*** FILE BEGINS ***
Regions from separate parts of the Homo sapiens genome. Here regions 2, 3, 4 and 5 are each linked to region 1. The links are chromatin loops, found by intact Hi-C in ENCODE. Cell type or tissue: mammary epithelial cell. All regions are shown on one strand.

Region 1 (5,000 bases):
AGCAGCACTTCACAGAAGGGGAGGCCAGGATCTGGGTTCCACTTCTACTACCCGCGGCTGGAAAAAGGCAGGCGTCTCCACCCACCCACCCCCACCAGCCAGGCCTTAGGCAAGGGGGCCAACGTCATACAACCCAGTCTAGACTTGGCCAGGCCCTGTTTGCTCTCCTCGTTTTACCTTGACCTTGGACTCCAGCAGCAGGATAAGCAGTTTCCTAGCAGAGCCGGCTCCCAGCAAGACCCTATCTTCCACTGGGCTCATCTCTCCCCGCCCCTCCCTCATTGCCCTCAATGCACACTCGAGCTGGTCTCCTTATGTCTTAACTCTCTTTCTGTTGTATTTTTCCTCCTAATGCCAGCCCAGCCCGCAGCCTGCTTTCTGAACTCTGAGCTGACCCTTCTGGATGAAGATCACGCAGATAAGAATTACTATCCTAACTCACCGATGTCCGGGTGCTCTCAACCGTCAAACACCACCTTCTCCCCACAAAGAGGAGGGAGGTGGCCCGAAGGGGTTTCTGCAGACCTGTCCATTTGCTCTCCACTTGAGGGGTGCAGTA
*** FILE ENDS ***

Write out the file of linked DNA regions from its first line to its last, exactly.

Regions from separate parts of the Homo sapiens genome. Here regions 2, 3, 4 and 5 are each linked to region 1. The links are chromatin loops, found by intact Hi-C in ENCODE. Cell type or tissue: mammary epithelial cell. All regions are shown on one strand.

Region 1 (5,000 bases):
AGCAGCACTTCACAGAAGGGGAGGCCAGGATCTGGGTTCCACTTCTACTACCCGCGGCTGGAAAAAGGCAGGCGTCTCCACCCACCCACCCCCACCAGCCAGGCCTTAGGCAAGGGGGCCAACGTCATACAACCCAGTCTAGACTTGGCCAGGCCCTGTTTGCTCTCCTCGTTTTACCTTGACCTTGGACTCCAGCAGCAGGATAAGCAGTTTCCTAGCAGAGCCGGCTCCCAGCAAGACCCTATCTTCCACTGGGCTCATCTCTCCCCGCCCCTCCCTCATTGCCCTCAATGCACACTCGAGCTGGTCTCCTTATGTCTTAACTCTCTTTCTGTTGTATTTTTCCTCCTAATGCCAGCCCAGCCCGCAGCCTGCTTTCTGAACTCTGAGCTGACCCTTCTGGATGAAGATCACGCAGATAAGAATTACTATCCTAACTCACCGATGTCCGGGTGCTCTCAACCGTCAAACACCACCTTCTCCCCACAAAGAGGAGGGAGGTGGCCCGAAGGGGTTTCTGCAGACCTGTCCATTTGCTCTCCACTTGAGGGGTGCAGTA